I have always loved my father but that day I felt like I hated him. I walked beside him that morning with a long moody and angry face. I felt like he was taking me to prison. I kept asking myself why. Why would he do that to me? I thought that I was his favorite. It was on a Thursday. A cold Thursday morning. Come to think of it, maybe that’s where my hatred for cold Thursday mornings sprang from. I look back in awe at my tiny self walking by his right side. My head could barely reach his knee. He walked at the pace of lightning. It didn’t make things better that he was holding my hand. I felt like I was flying at some point. Or rather walking on my toes. Poor six year old me.
On my dad’s left side was my brother Frank who was looking so much calm and collected than I was. It’s always been in him. It’s like in his world there are no worries. Sometimes I wish I could sneak into his mind and have a look at what he is thinking. He never despairs amidst chaos. He knows not how to stress about tomorrow. He reminds me of Jason Bourne. If you’ve watched Jason Bourne in any of his movies, you realize that he likes minding his own business. But he is wild when provoked. He is tough and he is a destroyer of his enemies. Bourne reminds me of Frank. Though Frank doesn’t destroy his enemies. He also has the personality of Mark Usher, the guy from House of Cards.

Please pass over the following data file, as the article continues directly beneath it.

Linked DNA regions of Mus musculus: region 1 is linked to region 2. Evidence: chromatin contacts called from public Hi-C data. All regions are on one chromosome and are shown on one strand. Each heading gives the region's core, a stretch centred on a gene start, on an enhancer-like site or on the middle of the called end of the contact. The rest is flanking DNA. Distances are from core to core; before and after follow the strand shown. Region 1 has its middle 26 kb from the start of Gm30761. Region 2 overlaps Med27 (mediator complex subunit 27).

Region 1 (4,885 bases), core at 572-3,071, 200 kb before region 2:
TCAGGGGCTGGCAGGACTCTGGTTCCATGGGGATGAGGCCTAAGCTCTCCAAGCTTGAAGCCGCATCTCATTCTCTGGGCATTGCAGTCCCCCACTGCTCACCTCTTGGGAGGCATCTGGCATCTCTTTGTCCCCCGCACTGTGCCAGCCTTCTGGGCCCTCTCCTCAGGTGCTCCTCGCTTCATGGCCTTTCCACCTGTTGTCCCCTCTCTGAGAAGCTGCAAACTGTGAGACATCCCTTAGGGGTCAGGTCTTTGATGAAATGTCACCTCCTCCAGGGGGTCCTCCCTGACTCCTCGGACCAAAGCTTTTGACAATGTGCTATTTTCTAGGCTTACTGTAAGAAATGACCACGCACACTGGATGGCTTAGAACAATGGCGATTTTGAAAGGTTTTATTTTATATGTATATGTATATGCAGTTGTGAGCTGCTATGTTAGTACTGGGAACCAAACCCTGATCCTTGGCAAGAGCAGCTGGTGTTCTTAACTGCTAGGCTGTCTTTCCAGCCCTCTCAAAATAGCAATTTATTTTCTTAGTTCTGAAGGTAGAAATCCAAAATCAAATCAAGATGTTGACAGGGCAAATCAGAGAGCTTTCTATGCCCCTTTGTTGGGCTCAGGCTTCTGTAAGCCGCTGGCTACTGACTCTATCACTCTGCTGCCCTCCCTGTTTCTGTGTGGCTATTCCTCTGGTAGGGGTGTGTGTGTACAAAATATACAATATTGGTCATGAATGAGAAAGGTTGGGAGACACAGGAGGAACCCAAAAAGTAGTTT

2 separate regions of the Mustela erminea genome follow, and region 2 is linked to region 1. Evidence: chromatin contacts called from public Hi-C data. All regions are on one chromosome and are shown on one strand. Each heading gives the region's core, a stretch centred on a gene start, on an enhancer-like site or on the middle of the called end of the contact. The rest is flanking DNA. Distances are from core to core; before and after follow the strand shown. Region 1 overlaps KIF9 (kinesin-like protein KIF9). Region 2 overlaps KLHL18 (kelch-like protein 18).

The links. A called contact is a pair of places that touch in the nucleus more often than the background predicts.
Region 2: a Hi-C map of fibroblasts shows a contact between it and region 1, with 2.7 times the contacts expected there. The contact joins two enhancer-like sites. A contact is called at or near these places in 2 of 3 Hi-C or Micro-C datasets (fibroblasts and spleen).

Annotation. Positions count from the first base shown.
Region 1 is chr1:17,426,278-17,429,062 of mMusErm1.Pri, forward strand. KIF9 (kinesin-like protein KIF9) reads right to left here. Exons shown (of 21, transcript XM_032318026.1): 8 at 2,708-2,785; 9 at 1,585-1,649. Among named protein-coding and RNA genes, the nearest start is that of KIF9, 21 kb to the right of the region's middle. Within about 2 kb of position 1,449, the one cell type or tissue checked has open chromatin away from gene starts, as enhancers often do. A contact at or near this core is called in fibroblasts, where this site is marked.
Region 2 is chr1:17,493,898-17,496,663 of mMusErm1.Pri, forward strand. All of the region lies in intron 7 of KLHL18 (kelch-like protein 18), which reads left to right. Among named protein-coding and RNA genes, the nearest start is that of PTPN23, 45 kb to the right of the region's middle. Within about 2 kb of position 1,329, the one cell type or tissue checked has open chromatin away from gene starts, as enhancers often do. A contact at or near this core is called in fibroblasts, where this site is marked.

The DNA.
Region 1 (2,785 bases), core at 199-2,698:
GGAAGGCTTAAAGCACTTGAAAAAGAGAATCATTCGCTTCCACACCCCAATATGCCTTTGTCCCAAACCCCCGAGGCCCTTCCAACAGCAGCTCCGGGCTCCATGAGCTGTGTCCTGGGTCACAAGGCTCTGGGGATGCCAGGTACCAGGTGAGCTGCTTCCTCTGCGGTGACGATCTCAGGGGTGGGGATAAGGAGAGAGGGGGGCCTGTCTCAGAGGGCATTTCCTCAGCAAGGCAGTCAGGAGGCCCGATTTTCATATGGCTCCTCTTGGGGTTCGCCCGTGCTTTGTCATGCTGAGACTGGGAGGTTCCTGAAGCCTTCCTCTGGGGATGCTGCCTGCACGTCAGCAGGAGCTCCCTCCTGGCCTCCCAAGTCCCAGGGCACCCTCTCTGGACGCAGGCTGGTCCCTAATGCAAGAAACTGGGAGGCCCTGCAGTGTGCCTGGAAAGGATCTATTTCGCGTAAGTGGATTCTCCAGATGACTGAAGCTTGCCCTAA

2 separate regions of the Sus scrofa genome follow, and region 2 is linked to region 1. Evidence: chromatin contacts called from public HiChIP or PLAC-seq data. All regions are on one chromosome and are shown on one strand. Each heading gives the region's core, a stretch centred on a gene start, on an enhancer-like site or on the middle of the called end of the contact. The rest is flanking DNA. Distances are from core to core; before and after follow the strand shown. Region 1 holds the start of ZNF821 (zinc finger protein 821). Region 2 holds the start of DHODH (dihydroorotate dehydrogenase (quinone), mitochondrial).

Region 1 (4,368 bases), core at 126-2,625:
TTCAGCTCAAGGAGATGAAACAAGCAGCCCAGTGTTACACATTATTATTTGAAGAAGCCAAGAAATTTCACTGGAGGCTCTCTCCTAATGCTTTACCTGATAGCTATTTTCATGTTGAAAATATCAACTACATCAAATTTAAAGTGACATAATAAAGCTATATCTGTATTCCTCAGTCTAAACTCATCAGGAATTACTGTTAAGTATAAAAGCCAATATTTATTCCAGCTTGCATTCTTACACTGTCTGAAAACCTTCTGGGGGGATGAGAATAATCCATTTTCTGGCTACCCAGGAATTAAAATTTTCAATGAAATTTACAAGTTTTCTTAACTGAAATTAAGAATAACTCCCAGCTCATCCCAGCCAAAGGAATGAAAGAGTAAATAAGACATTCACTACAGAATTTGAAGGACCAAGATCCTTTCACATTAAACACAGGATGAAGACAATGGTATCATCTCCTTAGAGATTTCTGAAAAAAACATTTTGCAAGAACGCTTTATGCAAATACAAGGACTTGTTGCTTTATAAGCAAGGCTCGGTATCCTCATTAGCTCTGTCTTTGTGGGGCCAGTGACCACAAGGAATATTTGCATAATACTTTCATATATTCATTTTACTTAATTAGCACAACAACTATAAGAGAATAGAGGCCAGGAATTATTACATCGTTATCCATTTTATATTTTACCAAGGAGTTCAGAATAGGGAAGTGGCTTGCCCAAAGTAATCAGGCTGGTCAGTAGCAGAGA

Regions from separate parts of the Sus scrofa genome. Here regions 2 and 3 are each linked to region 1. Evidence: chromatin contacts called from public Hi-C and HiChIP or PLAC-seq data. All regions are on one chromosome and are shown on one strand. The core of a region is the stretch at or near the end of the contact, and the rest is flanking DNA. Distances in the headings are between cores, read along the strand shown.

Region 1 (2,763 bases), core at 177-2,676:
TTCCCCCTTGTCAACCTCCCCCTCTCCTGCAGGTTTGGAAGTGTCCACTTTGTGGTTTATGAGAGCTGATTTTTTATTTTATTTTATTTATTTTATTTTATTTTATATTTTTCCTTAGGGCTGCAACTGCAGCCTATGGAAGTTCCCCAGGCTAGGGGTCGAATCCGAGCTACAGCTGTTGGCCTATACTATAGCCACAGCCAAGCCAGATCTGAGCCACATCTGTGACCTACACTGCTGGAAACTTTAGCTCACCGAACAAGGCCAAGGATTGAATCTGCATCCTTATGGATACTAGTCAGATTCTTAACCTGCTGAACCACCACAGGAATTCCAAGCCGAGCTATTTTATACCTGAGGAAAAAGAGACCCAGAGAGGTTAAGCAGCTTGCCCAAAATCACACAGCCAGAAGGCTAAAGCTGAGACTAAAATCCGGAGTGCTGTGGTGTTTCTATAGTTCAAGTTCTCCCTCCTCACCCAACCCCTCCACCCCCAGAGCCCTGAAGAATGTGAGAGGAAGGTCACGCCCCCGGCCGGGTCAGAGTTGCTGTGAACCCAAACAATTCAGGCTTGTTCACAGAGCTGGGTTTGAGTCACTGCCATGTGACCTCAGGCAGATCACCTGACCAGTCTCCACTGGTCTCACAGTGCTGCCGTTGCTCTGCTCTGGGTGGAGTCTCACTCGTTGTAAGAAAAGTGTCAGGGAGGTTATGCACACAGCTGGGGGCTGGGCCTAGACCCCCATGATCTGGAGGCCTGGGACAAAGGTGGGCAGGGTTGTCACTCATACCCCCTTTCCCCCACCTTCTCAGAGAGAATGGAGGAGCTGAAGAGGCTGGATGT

So here we were the three of us heading to Faith Baptist Academy. The very first time I was going to step into a classroom. The idea of schooling sounded like torture to me at that age. I just loved food and playing and relaxing back at home. Joining school was not something I looked up to. I dreaded school because I had heard stories that teachers caned people. My older cousins could come back home with stories of how their teachers were so hostile that they could cane the whole class at times or whack pupils on their cheeks back to back in quick successions. Perhaps that’s why school frightened me so much from an early age. In my mind, I had grouped teachers in the same category with monsters. Little did I know that some teachers were like Angels from heaven. They were sweet and kind. They could buy you snacks and teach you how to design amazing Halloween costumes. But that was only some.